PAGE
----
Soft notes ring from black and white keys, telling members of the Copper Ridge choir that practice is about to begin.
Nancy Cortner responds to the piano with a few la, la, las, and the seven women in a semicircle around her crack open their choir books. Cortner struggles for a moment to find her page, then Executive Director Rusty Mitchell steps in to assist.
A chorus of unique voices fills the room as the choir starts to sing the Christmas classic, “O Holy Night.”
These women are just a few of the visitors to and residents of Copper Ridge in Sykesville, one of 26 campuses of Acts Retirement-Life Communities along the East Coast. Every resident of Copper Ridge has at least one thing in common — memory impairment.
There are 5.8 million Americans living with Alzheimer’s disease, and by 2050, this number is expected to approach 14 million, according to the Alzheimer’s Association. More than 16 million Americans provide unpaid care for people with Alzheimer’s or other forms of dementia, according to the association.
November is National Alzheimer’s Disease Awareness Month, but the staff at Copper Ridge are focused on the people with memory loss every day.
Copper Ridge has been around for 25 years, according to Mitchell, and the facility serves more than 120 residents ranging in age from late 50s to early 100s. Copper Ridge provides assisted living options as well as skilled nursing services, Mitchell said.
“We support them thorough the continuum,” he said.
Memory care has changed over the years, according to Mitchell, and more places like Copper Ridge are offering a home-like environment with engaging activities.
“There’s more than just the cookie-cutter memory care," Mitchell said.
One afternoon in November at Copper Ridge, the fireplace warmed a sitting room adorned with autumn-themed decorations. In one room, women practiced Christmas songs for the upcoming holiday party, while in another, others painted pictures next to a cage housing a mother bunny and her babies.
Lou Seidel of Randallstown brings his wife Gloria to Copper Ridge three days a week. Copper Ridge is not just for the people who live there, Mitchell said; they have a social club for visitors, too.
“She absolutely enjoys it,” Seidel said. “This is the place for her.”
While his wife has fun at Copper Ridge, Seidel takes the time to clean the house and shop for groceries, he said.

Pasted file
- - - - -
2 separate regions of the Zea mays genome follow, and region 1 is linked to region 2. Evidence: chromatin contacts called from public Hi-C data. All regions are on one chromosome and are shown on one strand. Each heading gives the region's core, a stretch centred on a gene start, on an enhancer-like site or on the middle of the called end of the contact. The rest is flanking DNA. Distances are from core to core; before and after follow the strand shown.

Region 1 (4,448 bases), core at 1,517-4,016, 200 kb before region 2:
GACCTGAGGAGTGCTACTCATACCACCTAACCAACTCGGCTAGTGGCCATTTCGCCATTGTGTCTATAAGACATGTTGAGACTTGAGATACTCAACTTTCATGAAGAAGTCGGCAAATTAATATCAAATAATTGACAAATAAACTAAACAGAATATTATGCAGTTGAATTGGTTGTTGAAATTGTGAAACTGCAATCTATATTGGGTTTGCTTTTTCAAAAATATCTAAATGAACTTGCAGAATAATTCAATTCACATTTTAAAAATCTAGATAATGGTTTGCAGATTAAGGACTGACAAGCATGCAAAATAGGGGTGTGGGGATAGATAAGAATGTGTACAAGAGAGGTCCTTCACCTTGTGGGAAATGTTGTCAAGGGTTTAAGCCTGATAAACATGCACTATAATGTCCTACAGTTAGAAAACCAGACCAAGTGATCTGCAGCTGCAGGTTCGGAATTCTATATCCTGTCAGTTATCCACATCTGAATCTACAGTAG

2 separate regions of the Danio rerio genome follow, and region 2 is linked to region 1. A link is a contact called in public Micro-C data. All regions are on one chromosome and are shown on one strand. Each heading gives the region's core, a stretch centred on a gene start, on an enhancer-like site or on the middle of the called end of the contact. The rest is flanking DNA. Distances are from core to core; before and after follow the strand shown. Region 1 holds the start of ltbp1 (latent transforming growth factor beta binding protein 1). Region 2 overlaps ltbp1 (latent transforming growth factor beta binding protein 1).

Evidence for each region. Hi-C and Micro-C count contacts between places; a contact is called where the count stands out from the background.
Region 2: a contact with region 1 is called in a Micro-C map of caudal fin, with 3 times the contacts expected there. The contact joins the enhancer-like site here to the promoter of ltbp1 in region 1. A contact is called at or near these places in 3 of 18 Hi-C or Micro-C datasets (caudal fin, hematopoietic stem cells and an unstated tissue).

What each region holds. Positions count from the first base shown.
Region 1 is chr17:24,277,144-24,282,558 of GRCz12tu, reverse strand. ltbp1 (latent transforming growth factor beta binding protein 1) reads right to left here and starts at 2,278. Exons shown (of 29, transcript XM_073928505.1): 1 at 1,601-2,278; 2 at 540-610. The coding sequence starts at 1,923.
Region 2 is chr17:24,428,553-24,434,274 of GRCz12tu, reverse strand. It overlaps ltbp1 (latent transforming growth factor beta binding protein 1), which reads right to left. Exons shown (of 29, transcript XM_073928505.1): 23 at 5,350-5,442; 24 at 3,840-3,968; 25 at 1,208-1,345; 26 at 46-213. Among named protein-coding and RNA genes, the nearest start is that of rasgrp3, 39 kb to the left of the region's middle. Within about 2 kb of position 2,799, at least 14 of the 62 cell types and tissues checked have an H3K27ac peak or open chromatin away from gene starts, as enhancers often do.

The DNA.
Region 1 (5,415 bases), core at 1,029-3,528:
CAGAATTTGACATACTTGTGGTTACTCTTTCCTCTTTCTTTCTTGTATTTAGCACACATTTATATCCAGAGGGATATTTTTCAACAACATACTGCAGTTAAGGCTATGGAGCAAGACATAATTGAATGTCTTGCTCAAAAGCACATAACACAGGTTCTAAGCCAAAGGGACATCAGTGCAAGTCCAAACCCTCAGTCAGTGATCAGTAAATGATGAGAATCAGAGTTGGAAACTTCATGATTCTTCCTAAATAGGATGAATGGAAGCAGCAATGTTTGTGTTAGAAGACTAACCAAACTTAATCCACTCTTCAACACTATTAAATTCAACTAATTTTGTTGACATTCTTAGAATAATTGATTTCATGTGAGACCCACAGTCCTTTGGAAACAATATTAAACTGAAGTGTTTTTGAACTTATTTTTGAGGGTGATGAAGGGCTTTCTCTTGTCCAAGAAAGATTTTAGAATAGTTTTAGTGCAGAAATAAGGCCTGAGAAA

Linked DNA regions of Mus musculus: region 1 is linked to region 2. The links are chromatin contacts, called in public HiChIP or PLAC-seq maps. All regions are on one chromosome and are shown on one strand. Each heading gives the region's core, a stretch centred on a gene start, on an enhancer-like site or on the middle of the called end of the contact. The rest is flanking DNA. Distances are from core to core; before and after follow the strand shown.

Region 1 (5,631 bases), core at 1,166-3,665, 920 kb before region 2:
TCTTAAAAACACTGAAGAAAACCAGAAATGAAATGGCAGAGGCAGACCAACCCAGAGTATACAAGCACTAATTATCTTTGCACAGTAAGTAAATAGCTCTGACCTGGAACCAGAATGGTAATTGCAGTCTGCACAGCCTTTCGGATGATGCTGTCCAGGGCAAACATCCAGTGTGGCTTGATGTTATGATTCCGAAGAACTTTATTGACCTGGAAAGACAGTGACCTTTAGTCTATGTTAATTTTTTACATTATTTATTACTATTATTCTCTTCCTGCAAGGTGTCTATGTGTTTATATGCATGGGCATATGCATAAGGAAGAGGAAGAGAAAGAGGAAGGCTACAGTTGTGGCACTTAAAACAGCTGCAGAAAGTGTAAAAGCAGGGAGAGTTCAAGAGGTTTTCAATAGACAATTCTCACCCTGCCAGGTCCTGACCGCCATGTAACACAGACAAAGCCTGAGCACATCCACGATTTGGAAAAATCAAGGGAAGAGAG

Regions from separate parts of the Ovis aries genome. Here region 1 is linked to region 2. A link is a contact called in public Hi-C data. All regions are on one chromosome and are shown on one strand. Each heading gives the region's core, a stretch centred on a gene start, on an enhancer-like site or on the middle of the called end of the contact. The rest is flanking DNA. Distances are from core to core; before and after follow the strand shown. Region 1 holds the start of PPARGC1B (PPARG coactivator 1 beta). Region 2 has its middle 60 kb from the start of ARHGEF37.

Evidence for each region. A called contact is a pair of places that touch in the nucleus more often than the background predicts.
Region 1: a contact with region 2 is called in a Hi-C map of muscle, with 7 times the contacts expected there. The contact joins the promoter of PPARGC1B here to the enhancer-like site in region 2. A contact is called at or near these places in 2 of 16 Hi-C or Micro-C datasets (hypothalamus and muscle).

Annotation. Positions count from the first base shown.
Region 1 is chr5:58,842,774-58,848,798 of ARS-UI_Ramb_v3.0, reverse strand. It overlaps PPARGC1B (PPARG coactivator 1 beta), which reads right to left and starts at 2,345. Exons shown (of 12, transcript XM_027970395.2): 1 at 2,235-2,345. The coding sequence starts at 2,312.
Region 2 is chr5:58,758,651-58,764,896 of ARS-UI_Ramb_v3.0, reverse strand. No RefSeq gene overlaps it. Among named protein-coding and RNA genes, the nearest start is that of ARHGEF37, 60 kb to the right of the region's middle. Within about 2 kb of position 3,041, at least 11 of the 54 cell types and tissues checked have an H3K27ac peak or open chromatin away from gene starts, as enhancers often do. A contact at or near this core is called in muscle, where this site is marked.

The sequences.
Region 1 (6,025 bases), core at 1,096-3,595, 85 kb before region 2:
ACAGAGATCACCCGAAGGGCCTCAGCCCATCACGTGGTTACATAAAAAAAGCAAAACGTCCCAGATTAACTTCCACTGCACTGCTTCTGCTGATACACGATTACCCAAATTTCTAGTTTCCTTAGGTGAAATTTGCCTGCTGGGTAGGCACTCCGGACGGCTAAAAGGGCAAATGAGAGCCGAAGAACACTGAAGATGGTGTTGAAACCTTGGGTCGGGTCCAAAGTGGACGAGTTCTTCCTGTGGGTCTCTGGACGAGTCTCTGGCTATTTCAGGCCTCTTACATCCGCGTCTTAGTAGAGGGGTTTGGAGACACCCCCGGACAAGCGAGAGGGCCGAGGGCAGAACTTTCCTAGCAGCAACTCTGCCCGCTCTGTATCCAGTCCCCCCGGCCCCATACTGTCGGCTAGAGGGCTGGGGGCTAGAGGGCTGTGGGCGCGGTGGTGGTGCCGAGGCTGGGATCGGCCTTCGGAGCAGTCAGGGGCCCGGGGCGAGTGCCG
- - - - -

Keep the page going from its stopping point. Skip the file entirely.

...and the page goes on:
Kate Collins, of the choir, praised their enthusiastic director, Braeden McKibben, Music Therapist-Board Certified. McKibben serves as the recreation and engagement coordinator.
Collins also participates in chair yoga and drum circle at Copper Ridge.
“I thoroughly enjoy it,” Collins said of the choir. “We leave here feeling up and giddy.”
Music isn’t just a fun activity, it’s one of the ways in which staff reach people with memory loss.
“It taps into their deepest memories,” said Kathleen Lieberson, director of life engagement.
Copper Ridge conducted an in-house study and invited residents to listen to music to see how they responded, Lieberson said. Relatives of the residents told the staff names of songs their family members held dear to their hearts, such as a wedding song or a popular tune from their younger days.
When someone’s song played, Lieberson said, residents reacted strongly and were much more engaged. Now, if a staff member notices a resident is anxious or seems to withdraw, they can use the playlist designed for that person to soothe them, according to Lieberson.
When activities aren’t running, there is always the 70-inch interactive computer full of entertainment options. The computer runs a program, “It’s Never 2 Late,” which allows people to watch classic televisions shows, attend religious services, explore the world, play trivia games and more, Lieberson demonstrated. Staff or family members can also create personalized profiles for each resident to save their favorite applications. They also have the program on tablets, she said.
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Renee Joyner, director of assisted living, said she tries to focus on what residents can do instead of what they can’t.
“You can still learn and do and find things that bring you joy,” Joyner said. “It’s more about doing with instead of for.”
Fred Klaunberg, formely of Cockeysville, finds joy watching Dean Martin shows in his room at Copper Ridge. Klaunberg said he enjoys attending the religious ceremonies and musical performances at the facility.
“It’s unique,” he said.
Signs of memory loss may include forgetfulness and stress in large group settings, according to Lieberson. She recommends people consult their doctor if they suspect they are suffering from memory loss.
Lieberson said she wants people who have loved ones with memory loss to know they can still live full lives, though they might operate a little differently.
“You can still do things,” Lieberson said. “There are strengths.”